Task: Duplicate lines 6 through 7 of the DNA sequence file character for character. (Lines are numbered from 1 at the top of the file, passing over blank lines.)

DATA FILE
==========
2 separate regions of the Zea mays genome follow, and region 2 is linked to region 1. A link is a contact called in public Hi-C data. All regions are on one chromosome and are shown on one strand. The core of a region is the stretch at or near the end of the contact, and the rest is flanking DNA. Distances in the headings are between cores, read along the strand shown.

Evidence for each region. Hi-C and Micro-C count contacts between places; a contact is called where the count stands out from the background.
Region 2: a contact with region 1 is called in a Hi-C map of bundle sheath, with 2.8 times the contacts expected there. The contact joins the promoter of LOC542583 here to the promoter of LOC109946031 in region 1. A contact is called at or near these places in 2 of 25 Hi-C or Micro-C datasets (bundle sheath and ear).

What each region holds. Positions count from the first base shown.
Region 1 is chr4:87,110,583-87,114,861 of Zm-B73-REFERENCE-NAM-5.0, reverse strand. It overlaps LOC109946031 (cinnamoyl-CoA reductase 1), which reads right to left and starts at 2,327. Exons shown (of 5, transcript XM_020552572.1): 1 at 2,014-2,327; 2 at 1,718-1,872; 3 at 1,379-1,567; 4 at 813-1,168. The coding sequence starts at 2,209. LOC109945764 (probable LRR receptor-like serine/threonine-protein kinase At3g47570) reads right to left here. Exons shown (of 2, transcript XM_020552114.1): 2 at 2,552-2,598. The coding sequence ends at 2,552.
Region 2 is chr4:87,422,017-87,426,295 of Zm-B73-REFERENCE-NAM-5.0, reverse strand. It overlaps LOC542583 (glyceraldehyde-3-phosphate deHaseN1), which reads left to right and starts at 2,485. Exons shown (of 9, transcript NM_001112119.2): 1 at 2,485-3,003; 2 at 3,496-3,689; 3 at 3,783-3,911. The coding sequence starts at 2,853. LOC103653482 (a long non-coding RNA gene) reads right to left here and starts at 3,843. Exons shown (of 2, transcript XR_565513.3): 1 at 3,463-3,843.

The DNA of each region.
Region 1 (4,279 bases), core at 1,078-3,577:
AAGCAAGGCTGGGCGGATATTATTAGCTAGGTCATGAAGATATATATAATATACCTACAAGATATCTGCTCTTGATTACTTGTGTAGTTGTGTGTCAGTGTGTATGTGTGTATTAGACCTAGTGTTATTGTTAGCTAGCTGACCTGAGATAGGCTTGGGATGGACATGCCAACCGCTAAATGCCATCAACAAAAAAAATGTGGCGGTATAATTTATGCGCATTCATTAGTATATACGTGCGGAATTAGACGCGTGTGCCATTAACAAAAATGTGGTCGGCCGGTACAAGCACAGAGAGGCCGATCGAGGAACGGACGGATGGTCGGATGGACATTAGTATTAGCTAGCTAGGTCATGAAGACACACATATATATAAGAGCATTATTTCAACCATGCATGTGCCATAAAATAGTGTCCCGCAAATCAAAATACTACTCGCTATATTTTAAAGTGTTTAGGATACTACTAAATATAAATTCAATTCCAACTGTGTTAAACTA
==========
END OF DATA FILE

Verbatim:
Region 2 is chr4:87,422,017-87,426,295 of Zm-B73-REFERENCE-NAM-5.0, reverse strand. It overlaps LOC542583 (glyceraldehyde-3-phosphate deHaseN1), which reads left to right and starts at 2,485. Exons shown (of 9, transcript NM_001112119.2): 1 at 2,485-3,003; 2 at 3,496-3,689; 3 at 3,783-3,911. The coding sequence starts at 2,853. LOC103653482 (a long non-coding RNA gene) reads right to left here and starts at 3,843. Exons shown (of 2, transcript XR_565513.3): 1 at 3,463-3,843.

The DNA of each region.